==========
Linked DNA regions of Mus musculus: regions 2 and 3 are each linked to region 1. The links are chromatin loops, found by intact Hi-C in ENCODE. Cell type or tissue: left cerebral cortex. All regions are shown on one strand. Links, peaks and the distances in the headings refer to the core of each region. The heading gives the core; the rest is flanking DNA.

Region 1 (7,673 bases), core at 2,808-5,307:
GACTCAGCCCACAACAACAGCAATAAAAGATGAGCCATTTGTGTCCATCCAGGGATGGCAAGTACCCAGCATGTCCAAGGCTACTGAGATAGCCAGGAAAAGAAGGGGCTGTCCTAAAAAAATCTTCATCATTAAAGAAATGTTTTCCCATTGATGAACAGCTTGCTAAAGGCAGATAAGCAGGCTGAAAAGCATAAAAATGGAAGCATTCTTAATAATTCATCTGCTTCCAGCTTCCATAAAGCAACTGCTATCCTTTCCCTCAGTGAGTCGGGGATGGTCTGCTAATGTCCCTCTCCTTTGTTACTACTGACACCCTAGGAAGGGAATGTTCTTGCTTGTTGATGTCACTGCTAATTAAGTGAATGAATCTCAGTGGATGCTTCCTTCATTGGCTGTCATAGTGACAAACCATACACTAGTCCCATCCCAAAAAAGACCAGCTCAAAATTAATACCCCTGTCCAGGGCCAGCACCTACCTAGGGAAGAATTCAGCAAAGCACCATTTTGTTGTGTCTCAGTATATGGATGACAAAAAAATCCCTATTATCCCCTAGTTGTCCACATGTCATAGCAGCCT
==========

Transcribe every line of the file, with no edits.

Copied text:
Linked DNA regions of Mus musculus: regions 2 and 3 are each linked to region 1. The links are chromatin loops, found by intact Hi-C in ENCODE. Cell type or tissue: left cerebral cortex. All regions are shown on one strand. Links, peaks and the distances in the headings refer to the core of each region. The heading gives the core; the rest is flanking DNA.

Region 1 (7,673 bases), core at 2,808-5,307:
GACTCAGCCCACAACAACAGCAATAAAAGATGAGCCATTTGTGTCCATCCAGGGATGGCAAGTACCCAGCATGTCCAAGGCTACTGAGATAGCCAGGAAAAGAAGGGGCTGTCCTAAAAAAATCTTCATCATTAAAGAAATGTTTTCCCATTGATGAACAGCTTGCTAAAGGCAGATAAGCAGGCTGAAAAGCATAAAAATGGAAGCATTCTTAATAATTCATCTGCTTCCAGCTTCCATAAAGCAACTGCTATCCTTTCCCTCAGTGAGTCGGGGATGGTCTGCTAATGTCCCTCTCCTTTGTTACTACTGACACCCTAGGAAGGGAATGTTCTTGCTTGTTGATGTCACTGCTAATTAAGTGAATGAATCTCAGTGGATGCTTCCTTCATTGGCTGTCATAGTGACAAACCATACACTAGTCCCATCCCAAAAAAGACCAGCTCAAAATTAATACCCCTGTCCAGGGCCAGCACCTACCTAGGGAAGAATTCAGCAAAGCACCATTTTGTTGTGTCTCAGTATATGGATGACAAAAAAATCCCTATTATCCCCTAGTTGTCCACATGTCATAGCAGCCT